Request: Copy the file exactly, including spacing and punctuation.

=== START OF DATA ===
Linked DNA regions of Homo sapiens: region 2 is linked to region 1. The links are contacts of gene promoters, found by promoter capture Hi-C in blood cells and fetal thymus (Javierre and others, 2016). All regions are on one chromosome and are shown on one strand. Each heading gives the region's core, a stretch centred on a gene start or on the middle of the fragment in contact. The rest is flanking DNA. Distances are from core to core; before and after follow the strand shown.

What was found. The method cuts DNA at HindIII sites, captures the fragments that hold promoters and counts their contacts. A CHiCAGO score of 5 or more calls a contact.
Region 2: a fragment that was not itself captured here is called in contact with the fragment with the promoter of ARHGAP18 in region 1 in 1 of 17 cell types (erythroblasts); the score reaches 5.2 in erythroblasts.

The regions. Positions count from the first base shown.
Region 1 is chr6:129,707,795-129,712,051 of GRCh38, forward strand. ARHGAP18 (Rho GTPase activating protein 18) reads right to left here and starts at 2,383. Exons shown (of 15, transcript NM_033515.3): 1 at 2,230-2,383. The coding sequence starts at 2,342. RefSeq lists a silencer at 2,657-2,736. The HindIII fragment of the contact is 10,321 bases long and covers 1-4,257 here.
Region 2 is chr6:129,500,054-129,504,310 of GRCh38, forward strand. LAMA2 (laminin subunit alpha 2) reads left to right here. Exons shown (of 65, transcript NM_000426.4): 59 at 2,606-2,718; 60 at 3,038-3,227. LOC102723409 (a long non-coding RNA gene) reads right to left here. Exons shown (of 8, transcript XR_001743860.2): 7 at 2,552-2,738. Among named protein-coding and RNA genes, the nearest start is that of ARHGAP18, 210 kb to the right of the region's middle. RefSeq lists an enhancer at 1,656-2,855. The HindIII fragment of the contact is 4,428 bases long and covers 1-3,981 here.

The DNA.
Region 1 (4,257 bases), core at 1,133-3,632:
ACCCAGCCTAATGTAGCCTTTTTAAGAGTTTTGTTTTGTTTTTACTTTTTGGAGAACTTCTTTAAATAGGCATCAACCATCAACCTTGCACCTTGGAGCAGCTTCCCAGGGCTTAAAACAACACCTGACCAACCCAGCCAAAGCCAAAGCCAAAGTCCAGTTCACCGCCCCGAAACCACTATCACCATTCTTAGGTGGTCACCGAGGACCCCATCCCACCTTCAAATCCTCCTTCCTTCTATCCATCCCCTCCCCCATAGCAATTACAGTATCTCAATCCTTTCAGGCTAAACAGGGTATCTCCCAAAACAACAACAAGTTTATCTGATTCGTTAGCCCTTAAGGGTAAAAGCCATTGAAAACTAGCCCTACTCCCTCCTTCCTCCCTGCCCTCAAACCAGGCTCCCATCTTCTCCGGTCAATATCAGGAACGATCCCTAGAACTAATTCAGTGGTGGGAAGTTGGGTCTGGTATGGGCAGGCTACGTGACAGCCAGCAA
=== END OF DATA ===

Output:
Linked DNA regions of Homo sapiens: region 2 is linked to region 1. The links are contacts of gene promoters, found by promoter capture Hi-C in blood cells and fetal thymus (Javierre and others, 2016). All regions are on one chromosome and are shown on one strand. Each heading gives the region's core, a stretch centred on a gene start or on the middle of the fragment in contact. The rest is flanking DNA. Distances are from core to core; before and after follow the strand shown.

What was found. The method cuts DNA at HindIII sites, captures the fragments that hold promoters and counts their contacts. A CHiCAGO score of 5 or more calls a contact.
Region 2: a fragment that was not itself captured here is called in contact with the fragment with the promoter of ARHGAP18 in region 1 in 1 of 17 cell types (erythroblasts); the score reaches 5.2 in erythroblasts.

The regions. Positions count from the first base shown.
Region 1 is chr6:129,707,795-129,712,051 of GRCh38, forward strand. ARHGAP18 (Rho GTPase activating protein 18) reads right to left here and starts at 2,383. Exons shown (of 15, transcript NM_033515.3): 1 at 2,230-2,383. The coding sequence starts at 2,342. RefSeq lists a silencer at 2,657-2,736. The HindIII fragment of the contact is 10,321 bases long and covers 1-4,257 here.
Region 2 is chr6:129,500,054-129,504,310 of GRCh38, forward strand. LAMA2 (laminin subunit alpha 2) reads left to right here. Exons shown (of 65, transcript NM_000426.4): 59 at 2,606-2,718; 60 at 3,038-3,227. LOC102723409 (a long non-coding RNA gene) reads right to left here. Exons shown (of 8, transcript XR_001743860.2): 7 at 2,552-2,738. Among named protein-coding and RNA genes, the nearest start is that of ARHGAP18, 210 kb to the right of the region's middle. RefSeq lists an enhancer at 1,656-2,855. The HindIII fragment of the contact is 4,428 bases long and covers 1-3,981 here.

The DNA.
Region 1 (4,257 bases), core at 1,133-3,632:
ACCCAGCCTAATGTAGCCTTTTTAAGAGTTTTGTTTTGTTTTTACTTTTTGGAGAACTTCTTTAAATAGGCATCAACCATCAACCTTGCACCTTGGAGCAGCTTCCCAGGGCTTAAAACAACACCTGACCAACCCAGCCAAAGCCAAAGCCAAAGTCCAGTTCACCGCCCCGAAACCACTATCACCATTCTTAGGTGGTCACCGAGGACCCCATCCCACCTTCAAATCCTCCTTCCTTCTATCCATCCCCTCCCCCATAGCAATTACAGTATCTCAATCCTTTCAGGCTAAACAGGGTATCTCCCAAAACAACAACAAGTTTATCTGATTCGTTAGCCCTTAAGGGTAAAAGCCATTGAAAACTAGCCCTACTCCCTCCTTCCTCCCTGCCCTCAAACCAGGCTCCCATCTTCTCCGGTCAATATCAGGAACGATCCCTAGAACTAATTCAGTGGTGGGAAGTTGGGTCTGGTATGGGCAGGCTACGTGACAGCCAGCAA